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A new website that debuts this summer plans to launch a heavy sampling campaign in women's magazines.

Jasmin.com, a site that will sell upscale fragrances, comes to a computer screen near you this August. Its launch will be backed by a multimillion dollar print campaign.

Jasmin.com is currently in negotiations with a fragrance house in hopes of selling a designer perfume exclusively online, said Dale Dewey, president-CEO of the New Canaan, Conn.-based company. The company will then promote the perfume via sample ads in magazines.


The ad campaign, to be developed in-house, is expected to drive fragrance fans to the site, www.jasmin.com. A media schedule has not been finalized yet, but some other details are in place. Jasmin's print ads will all include "scent impressions" developed through a marketing agreement with Arcade Marketing, New York, a developer of sampling systems for the cosmetics industry.

Sampling will help Jasmin get past the hurdle of selling fragrance when the customer can't smell it, Mr. Dewey said. He would not disclose the budget for the launch campaign, but said it will spend "several millions" and will include a very heavy presence in magazines starting in the September issues and into the holiday shopping season.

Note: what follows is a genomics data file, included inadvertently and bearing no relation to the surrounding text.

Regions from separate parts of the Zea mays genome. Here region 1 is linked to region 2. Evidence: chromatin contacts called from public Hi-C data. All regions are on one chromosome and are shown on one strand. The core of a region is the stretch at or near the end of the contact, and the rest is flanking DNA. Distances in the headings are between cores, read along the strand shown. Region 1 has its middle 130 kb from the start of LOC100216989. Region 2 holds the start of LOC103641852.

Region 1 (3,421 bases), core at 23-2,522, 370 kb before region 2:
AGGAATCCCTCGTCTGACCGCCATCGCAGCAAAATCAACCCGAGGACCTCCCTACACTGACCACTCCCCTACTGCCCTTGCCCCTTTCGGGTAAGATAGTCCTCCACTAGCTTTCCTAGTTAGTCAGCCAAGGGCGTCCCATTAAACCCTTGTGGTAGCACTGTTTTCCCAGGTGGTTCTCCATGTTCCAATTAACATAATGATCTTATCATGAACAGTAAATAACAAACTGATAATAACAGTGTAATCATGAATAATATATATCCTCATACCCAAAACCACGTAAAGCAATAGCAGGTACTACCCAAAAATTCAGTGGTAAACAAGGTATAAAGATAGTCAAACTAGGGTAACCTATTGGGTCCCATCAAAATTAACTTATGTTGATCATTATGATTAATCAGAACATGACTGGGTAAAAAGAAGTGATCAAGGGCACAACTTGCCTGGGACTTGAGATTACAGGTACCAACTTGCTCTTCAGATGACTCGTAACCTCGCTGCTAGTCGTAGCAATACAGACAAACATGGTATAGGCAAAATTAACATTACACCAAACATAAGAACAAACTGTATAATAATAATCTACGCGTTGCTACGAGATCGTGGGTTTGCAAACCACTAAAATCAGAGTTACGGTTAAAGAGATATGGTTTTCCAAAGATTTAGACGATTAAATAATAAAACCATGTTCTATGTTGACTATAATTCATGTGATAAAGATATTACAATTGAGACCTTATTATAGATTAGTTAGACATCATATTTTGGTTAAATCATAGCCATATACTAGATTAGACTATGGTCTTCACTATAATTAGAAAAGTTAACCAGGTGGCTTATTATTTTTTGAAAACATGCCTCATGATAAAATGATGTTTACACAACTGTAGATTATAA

Despite being an on-line retailer, Jasmin's business plan relies exclusively on print, instead of banner advertising or other interactive marketing, said Mr. Dewey.

"The word is out in the industry that portal agreements and banners advertising are not the Holy Grail," said Mr. Dewey

The fundamental flaw of other online fragrance retailers is that they assume consumers know about them, said Anthony Pirquet, Jasmin's exec VP, marketing. Jasmin's market research found net browsers are completely unaware, so advertisers will have to approach them off-line, he said.


Jasmin.com aims at the heart of the prestige fragrance market, the department store, where fragrance sales were stagnant in 1998. According to consultancy The NPD Group, Port Washington, N.Y., sales of prestige fragrances -- sold mainly in department stores -- were up just 1%, to $2.9 billion.

Jasmin.com is not the first to set up a virtual fragrance counter. Besides individual fragrance companies' sites, e-tailers such as Fragrancecounter.com and Perfumania.com offer fragrances, often pushing gift sets and discounts with banner ads on the World Wide Web.

But most e-commerce sites offering fragrances either have just one manufacturer's brands or sell grey-market goods -- often products meant for sale overseas -- of dubious quality, Mr. Dewey said. Jasmin.com will set itself apart by not offering grey market products or discounting its inventory, he said.

"We want to be the authority on fragrances," said Mr. Dewey. "We believe a prestige product should command a premium price."

Jasmin's site targets fragrance fans, which Mr. Dewey estimated make up

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